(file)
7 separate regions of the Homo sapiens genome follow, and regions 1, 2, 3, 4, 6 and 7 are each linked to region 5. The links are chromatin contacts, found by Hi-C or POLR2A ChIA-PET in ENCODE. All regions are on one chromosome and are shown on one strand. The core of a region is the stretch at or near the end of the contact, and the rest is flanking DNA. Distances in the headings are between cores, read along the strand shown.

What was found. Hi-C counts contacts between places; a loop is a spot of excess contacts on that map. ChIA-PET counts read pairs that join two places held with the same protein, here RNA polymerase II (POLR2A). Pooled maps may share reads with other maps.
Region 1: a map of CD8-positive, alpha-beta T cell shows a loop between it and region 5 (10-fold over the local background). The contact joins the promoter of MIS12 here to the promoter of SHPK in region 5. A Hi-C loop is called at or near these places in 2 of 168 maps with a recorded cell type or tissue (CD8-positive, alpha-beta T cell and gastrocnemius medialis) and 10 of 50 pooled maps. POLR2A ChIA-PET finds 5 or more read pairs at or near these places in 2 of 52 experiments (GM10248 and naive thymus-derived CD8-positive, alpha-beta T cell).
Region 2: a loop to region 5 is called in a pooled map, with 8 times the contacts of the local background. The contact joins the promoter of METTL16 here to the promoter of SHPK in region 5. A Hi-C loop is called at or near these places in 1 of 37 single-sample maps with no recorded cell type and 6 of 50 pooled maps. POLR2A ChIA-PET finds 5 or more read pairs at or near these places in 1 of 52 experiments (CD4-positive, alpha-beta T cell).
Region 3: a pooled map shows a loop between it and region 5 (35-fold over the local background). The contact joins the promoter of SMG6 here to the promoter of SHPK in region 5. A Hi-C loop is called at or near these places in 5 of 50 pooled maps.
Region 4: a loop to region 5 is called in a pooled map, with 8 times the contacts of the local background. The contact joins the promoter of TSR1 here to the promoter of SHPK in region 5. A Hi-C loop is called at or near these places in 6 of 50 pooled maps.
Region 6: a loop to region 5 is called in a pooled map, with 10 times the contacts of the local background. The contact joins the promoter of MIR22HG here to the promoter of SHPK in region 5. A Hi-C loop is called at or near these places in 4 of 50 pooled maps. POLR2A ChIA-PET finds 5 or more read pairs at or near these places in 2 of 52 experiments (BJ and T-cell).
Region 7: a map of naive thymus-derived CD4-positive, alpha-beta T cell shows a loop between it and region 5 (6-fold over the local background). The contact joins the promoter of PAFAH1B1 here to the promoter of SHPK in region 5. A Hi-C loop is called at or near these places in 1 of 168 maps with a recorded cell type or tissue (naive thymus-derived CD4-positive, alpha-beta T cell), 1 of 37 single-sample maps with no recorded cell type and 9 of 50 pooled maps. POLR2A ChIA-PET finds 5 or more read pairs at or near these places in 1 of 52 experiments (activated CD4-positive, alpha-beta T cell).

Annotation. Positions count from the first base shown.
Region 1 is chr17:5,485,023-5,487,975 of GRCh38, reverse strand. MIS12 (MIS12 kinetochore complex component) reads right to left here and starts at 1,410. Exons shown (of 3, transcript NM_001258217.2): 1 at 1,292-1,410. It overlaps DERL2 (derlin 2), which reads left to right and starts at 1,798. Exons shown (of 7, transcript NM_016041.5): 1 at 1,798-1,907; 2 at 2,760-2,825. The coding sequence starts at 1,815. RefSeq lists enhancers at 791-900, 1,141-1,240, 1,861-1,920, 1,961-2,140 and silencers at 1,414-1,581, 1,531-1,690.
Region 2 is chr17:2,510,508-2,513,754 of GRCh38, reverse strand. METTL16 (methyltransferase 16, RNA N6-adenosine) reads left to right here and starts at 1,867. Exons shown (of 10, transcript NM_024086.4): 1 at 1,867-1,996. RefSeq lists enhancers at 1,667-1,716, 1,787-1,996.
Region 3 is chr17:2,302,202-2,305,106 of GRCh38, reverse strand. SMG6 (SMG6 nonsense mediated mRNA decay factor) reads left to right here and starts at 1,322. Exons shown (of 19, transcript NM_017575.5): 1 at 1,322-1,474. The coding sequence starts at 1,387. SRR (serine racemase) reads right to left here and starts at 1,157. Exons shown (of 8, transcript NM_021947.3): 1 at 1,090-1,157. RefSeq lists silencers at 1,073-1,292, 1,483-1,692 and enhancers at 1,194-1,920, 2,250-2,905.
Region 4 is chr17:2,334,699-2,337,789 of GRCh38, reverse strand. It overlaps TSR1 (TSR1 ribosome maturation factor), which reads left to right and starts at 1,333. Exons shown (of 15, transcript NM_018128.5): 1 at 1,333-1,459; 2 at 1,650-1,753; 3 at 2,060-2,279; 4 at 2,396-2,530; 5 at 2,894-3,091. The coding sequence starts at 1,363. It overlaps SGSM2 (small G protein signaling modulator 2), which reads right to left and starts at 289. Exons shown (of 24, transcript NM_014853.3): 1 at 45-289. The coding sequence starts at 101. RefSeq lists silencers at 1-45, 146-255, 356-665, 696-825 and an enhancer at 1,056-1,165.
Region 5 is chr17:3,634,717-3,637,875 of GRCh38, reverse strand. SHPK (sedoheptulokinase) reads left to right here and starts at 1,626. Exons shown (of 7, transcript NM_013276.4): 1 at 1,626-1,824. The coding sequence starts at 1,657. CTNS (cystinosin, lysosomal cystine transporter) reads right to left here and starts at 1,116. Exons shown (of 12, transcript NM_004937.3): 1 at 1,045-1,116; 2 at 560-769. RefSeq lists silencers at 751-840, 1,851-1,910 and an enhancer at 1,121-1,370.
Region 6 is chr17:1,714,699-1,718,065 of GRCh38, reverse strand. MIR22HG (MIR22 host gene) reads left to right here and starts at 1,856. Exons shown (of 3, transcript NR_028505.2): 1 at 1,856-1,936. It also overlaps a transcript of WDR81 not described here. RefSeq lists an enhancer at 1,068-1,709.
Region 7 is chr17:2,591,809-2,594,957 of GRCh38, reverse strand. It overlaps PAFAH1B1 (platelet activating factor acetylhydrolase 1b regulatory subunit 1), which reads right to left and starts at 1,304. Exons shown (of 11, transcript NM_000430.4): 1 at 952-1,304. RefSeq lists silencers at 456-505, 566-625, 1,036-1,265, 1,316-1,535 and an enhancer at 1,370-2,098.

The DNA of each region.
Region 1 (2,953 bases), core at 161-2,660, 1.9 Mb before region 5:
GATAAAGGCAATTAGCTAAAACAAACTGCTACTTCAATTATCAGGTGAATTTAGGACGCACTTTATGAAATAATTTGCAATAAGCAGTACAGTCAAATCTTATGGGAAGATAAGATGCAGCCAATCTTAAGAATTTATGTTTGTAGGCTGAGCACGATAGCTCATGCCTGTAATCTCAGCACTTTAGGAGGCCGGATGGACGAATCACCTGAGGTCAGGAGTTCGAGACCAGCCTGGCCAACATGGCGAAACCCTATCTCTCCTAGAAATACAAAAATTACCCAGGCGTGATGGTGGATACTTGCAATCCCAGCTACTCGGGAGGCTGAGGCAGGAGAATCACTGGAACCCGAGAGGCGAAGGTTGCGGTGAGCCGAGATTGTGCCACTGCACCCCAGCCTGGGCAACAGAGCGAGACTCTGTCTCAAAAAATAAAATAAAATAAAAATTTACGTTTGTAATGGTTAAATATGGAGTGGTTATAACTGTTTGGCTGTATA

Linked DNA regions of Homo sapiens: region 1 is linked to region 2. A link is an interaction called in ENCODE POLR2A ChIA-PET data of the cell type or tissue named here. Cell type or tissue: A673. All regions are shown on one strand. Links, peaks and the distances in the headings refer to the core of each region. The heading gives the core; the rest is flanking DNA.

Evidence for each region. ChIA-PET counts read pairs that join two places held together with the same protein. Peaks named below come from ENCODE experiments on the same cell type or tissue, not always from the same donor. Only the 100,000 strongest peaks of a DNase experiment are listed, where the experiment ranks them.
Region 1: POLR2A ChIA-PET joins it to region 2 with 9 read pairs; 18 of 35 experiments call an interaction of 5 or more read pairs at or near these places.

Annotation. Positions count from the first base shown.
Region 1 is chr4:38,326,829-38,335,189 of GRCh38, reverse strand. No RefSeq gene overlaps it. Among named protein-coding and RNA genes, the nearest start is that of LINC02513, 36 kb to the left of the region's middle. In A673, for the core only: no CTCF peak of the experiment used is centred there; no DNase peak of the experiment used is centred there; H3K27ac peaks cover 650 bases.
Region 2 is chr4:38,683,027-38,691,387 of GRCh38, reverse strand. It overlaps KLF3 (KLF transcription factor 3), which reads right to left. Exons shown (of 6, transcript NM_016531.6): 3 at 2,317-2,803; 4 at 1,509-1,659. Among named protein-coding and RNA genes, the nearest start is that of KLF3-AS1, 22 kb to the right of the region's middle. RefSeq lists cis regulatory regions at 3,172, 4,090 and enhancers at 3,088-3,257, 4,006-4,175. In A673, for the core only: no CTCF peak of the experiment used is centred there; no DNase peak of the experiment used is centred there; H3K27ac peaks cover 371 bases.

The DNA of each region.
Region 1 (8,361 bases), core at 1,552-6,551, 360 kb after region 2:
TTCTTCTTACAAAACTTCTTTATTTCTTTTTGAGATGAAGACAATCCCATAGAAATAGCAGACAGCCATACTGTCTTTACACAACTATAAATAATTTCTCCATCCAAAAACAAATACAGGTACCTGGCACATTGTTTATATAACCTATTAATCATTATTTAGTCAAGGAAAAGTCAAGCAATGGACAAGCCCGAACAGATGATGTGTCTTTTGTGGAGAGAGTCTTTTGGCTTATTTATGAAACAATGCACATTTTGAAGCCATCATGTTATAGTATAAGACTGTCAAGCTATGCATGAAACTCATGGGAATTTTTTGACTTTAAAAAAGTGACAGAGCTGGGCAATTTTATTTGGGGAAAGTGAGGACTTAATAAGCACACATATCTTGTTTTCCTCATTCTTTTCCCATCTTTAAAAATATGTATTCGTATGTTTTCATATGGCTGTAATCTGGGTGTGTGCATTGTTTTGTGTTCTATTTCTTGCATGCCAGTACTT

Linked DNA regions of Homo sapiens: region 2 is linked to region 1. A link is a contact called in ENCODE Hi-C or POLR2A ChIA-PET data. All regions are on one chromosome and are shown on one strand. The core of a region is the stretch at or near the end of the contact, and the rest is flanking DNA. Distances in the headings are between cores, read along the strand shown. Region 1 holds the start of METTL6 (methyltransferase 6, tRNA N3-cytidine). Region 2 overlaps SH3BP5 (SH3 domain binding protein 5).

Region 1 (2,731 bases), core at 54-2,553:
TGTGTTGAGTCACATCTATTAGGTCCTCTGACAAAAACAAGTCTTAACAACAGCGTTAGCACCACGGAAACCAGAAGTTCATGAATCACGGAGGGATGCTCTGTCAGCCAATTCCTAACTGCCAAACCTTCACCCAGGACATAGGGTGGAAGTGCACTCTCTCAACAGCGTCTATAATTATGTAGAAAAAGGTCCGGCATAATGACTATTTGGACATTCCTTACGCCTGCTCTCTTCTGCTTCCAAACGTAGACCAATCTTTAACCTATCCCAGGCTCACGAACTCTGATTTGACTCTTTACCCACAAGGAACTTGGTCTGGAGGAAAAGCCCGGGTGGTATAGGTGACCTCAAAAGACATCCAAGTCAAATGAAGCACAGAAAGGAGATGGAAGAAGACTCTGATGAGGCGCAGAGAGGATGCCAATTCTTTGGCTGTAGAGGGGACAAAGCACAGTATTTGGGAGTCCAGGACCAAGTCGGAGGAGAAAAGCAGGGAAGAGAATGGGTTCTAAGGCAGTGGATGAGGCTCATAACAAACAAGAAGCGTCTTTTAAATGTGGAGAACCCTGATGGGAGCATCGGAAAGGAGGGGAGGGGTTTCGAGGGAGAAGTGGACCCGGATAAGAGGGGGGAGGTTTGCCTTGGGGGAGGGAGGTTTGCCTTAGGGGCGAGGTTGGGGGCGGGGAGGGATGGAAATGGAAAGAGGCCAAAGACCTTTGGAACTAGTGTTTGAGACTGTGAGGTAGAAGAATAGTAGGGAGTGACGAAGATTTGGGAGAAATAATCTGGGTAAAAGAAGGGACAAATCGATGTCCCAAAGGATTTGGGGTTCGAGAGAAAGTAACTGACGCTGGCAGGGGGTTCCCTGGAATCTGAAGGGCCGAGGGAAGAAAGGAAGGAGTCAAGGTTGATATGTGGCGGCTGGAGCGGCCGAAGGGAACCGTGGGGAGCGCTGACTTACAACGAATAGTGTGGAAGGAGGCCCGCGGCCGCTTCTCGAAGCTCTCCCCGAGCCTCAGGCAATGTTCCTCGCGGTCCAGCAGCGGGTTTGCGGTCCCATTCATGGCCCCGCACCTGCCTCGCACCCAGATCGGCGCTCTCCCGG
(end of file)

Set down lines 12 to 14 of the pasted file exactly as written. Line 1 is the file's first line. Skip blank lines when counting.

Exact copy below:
Region 3 is chr17:2,302,202-2,305,106 of GRCh38, reverse strand. SMG6 (SMG6 nonsense mediated mRNA decay factor) reads left to right here and starts at 1,322. Exons shown (of 19, transcript NM_017575.5): 1 at 1,322-1,474. The coding sequence starts at 1,387. SRR (serine racemase) reads right to left here and starts at 1,157. Exons shown (of 8, transcript NM_021947.3): 1 at 1,090-1,157. RefSeq lists silencers at 1,073-1,292, 1,483-1,692 and enhancers at 1,194-1,920, 2,250-2,905.
Region 4 is chr17:2,334,699-2,337,789 of GRCh38, reverse strand. It overlaps TSR1 (TSR1 ribosome maturation factor), which reads left to right and starts at 1,333. Exons shown (of 15, transcript NM_018128.5): 1 at 1,333-1,459; 2 at 1,650-1,753; 3 at 2,060-2,279; 4 at 2,396-2,530; 5 at 2,894-3,091. The coding sequence starts at 1,363. It overlaps SGSM2 (small G protein signaling modulator 2), which reads right to left and starts at 289. Exons shown (of 24, transcript NM_014853.3): 1 at 45-289. The coding sequence starts at 101. RefSeq lists silencers at 1-45, 146-255, 356-665, 696-825 and an enhancer at 1,056-1,165.
Region 5 is chr17:3,634,717-3,637,875 of GRCh38, reverse strand. SHPK (sedoheptulokinase) reads left to right here and starts at 1,626. Exons shown (of 7, transcript NM_013276.4): 1 at 1,626-1,824. The coding sequence starts at 1,657. CTNS (cystinosin, lysosomal cystine transporter) reads right to left here and starts at 1,116. Exons shown (of 12, transcript NM_004937.3): 1 at 1,045-1,116; 2 at 560-769. RefSeq lists silencers at 751-840, 1,851-1,910 and an enhancer at 1,121-1,370.